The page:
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Archives for : cinematography

Movie Review: “The Green Knight” and “Paper Spiders”

David Lowery is an Irving High School alum who has gone on to make critically acclaimed films like “Pete’s Dragon” and “A Ghost Story”. His new movie, “The Green Knight,” is a Medieval, fantasy re-telling of Sir Gawain based on the 14th century Arthurian poem. Watch the video below to find out my thoughts on the movie, along with a review of the independent film, “Paper Spiders”, starring Lili Taylor (“The Conjuring”).

“The Green Knight” opens in theaters July 30, 2021 and “Paper Spiders” is available to rent on various VOD platforms.

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Movie Review: “Voyagers” Gets Lost in Space

Neil Burger’s new sci-fi thriller, “Voyagers” fails to make any significant impact.

The start of the film explains how earth is growing hotter. Drought and disease have caused severe damage to the population. Scientists are looking for a new planet that can support human life, and they find one in 2063. They decide to send a group bioengineered teens into space in order to populate the new world that is hundreds of light years away. The trip will take them 86 years. Meaning their future grandkids will be the ones carrying out the end of the mission. The only adult on board is Richard (Colin Ferrell), who leads and counsels the kids as if they were his own. To prevent chaos and create order, the teens are given a “blue drink” that has essentially been drugging them, and inhibits them from feeling, really, anything. Two of the voyagers, Christopher (Tye Sheridan) and Zac (Fionn Whitehead), figure this out. Zac angrily stops taking the substance, then all hell breaks loose.

Suddenly, the movie turns into “Lord of the Flies” IN SPACE. It becomes so predictable and wild, that you just want to skip to the end. It’s not that the storyline is boring. In fact, at times it can be engaging; but it offers nothing new. The beginning makes you think this familiar tale will have a refreshing spin. But when it’s over, you’re left wondering if this really needed to be a movie?

Story wise, “Voyagers” is nothing special. But perhaps, the purpose was to showcase the talented, young actors. However, most of their impressive diverse cast were merely background noise. The film primarily focuses on Sheridan, Whitehead and Lily-Rose Depp, who plays Sela. Depp and Sheridan play off each other well and have great chemistry, but the film never dives too deep with its characters. We get to know everyone at a surface level, except for maybe Zac whose villain-like qualities gradually grow, the more jealous he gets of Christopher.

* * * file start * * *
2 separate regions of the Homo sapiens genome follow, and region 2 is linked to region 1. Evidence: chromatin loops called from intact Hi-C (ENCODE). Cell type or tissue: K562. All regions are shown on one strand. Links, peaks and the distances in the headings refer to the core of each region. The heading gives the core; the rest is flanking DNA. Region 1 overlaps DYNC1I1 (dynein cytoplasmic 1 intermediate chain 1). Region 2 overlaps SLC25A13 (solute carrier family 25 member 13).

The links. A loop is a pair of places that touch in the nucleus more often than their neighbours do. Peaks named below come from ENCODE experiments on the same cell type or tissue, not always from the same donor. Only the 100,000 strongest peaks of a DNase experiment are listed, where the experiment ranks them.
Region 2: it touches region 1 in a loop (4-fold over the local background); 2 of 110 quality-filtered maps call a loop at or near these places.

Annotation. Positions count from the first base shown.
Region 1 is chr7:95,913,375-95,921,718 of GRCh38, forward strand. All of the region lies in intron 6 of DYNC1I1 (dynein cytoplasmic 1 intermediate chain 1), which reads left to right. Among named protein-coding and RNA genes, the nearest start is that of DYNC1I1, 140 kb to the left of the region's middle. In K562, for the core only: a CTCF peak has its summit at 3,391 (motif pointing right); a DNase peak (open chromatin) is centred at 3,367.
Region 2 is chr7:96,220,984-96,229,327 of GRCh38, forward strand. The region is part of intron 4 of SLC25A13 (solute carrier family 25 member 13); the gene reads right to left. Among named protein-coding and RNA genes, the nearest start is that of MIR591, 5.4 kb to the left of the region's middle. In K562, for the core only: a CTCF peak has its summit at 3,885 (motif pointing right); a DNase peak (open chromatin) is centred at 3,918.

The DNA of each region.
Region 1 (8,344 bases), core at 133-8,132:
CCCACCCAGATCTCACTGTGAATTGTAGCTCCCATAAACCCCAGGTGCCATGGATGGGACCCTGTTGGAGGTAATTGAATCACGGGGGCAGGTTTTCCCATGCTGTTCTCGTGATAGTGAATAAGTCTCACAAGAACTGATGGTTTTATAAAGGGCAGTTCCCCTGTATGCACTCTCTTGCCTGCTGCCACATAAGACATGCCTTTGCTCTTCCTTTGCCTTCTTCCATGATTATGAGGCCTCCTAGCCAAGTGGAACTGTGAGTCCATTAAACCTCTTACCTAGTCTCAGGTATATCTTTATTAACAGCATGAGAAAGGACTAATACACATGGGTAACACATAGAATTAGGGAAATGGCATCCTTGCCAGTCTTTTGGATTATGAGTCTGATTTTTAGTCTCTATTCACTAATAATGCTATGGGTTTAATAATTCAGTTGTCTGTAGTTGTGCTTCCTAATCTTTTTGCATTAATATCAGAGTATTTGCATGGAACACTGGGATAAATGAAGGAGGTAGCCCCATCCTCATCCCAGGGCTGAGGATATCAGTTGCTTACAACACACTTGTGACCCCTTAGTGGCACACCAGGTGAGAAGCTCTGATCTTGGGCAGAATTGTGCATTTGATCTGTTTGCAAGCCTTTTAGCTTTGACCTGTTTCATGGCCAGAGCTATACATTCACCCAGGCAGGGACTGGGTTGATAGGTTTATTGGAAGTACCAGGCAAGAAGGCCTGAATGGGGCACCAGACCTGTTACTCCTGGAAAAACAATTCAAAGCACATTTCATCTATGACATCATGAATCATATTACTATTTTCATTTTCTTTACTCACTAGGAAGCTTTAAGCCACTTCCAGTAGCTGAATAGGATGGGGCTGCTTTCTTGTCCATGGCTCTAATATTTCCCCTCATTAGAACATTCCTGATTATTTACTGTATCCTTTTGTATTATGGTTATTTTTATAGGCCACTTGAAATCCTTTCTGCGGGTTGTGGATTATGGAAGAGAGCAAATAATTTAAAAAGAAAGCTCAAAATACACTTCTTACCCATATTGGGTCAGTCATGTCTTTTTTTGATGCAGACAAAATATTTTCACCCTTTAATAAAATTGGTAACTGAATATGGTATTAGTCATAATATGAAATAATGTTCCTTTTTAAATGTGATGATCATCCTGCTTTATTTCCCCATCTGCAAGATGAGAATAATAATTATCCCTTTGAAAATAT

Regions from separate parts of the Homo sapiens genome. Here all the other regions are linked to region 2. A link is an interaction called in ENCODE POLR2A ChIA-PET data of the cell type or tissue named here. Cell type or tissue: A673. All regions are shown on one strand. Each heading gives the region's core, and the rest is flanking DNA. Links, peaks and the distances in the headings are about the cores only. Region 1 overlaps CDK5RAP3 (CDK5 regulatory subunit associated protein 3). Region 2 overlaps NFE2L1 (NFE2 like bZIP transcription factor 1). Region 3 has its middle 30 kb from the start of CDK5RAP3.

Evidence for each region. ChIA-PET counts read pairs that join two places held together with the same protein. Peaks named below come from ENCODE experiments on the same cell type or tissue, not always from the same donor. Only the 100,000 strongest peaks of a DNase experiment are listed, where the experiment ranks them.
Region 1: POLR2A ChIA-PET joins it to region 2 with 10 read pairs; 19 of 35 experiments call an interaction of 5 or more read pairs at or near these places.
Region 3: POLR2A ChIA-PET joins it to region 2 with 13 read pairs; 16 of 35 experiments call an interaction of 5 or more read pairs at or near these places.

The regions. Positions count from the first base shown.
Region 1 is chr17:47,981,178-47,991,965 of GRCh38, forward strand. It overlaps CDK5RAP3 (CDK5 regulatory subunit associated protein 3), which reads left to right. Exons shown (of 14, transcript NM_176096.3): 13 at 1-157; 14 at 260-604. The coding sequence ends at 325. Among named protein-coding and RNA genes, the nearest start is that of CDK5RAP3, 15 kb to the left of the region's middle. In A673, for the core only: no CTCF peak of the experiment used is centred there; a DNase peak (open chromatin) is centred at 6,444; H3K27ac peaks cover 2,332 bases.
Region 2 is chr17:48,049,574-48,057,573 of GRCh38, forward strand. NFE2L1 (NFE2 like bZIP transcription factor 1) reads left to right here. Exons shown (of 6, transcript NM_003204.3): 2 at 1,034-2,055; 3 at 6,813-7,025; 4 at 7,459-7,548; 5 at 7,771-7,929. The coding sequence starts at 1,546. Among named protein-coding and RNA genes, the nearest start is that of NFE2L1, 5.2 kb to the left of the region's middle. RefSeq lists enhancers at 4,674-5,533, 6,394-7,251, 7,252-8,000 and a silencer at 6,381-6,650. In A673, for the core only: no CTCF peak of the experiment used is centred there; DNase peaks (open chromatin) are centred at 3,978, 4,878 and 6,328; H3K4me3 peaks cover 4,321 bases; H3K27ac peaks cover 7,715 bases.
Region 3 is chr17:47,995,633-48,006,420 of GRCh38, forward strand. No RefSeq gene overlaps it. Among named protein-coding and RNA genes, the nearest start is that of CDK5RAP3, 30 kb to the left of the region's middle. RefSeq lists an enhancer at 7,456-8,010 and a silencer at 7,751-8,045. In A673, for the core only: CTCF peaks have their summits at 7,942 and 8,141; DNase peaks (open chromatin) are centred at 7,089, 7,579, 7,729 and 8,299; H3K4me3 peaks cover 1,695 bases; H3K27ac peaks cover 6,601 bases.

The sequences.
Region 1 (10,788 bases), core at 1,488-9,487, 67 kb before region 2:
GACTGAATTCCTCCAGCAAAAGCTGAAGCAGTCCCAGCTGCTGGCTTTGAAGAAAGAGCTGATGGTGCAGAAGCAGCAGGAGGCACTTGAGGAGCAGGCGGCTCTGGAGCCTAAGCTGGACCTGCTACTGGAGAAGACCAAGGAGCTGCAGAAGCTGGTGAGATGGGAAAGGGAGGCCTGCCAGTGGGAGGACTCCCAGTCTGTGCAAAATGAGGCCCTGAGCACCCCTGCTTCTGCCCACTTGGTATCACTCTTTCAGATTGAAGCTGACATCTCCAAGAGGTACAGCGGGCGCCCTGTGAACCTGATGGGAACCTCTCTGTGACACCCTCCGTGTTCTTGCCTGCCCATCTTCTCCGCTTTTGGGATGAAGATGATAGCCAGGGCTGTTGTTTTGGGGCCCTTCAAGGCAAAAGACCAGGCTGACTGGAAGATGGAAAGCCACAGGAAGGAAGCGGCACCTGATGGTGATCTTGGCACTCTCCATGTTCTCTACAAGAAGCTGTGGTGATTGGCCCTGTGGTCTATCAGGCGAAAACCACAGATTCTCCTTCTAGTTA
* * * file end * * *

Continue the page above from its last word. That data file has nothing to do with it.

“Voyagers” is well shot. The cinematography by Enrique Chediak is beautiful. The music by Trevor Gureckis compliments the tone of the film, and provides the right amount of suspense.

Burger’s script is not bad, either, it just feels derivative. It’s disappointing when the premise of the film allowed for so much more. I mostly wish we explored the other world. The concept is realistic, and it would have been interesting to learn more about why they chose to create new life on this particular planet. Instead, “Voyagers” chooses to focus on the characters resenting their isolation, and their lack of “feeling”. They want to take advantage of getting to experience pain and all sorts of pleasure. This raises the question of whether or not they prefer a wild-life of “freedom”, or to go back to their routine, monotonous life that serves a greater purpose; one they won’t be alive to see come to fruition.

“Voyagers” may still be worth the watch for purely entertainment purposes. It’s plays out like a teen drama you’d watch on the CW. So if that’s your cup of tea, then this film is right up your alley. Otherwise, keep your expectations low, and be prepared for a rushed and underwhelming ending.

Rating: 2/5

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Movie Review: News of the World is an Enjoyable Ride

The last time director Paul Greengrass and Tom Hanks worked together was for “Captain Phillips”. A solid movie that was strong in its performances, but lacking in its story. Now, the two have teamed up again, and Hanks plays an even better Captain in the film, “News of the World”.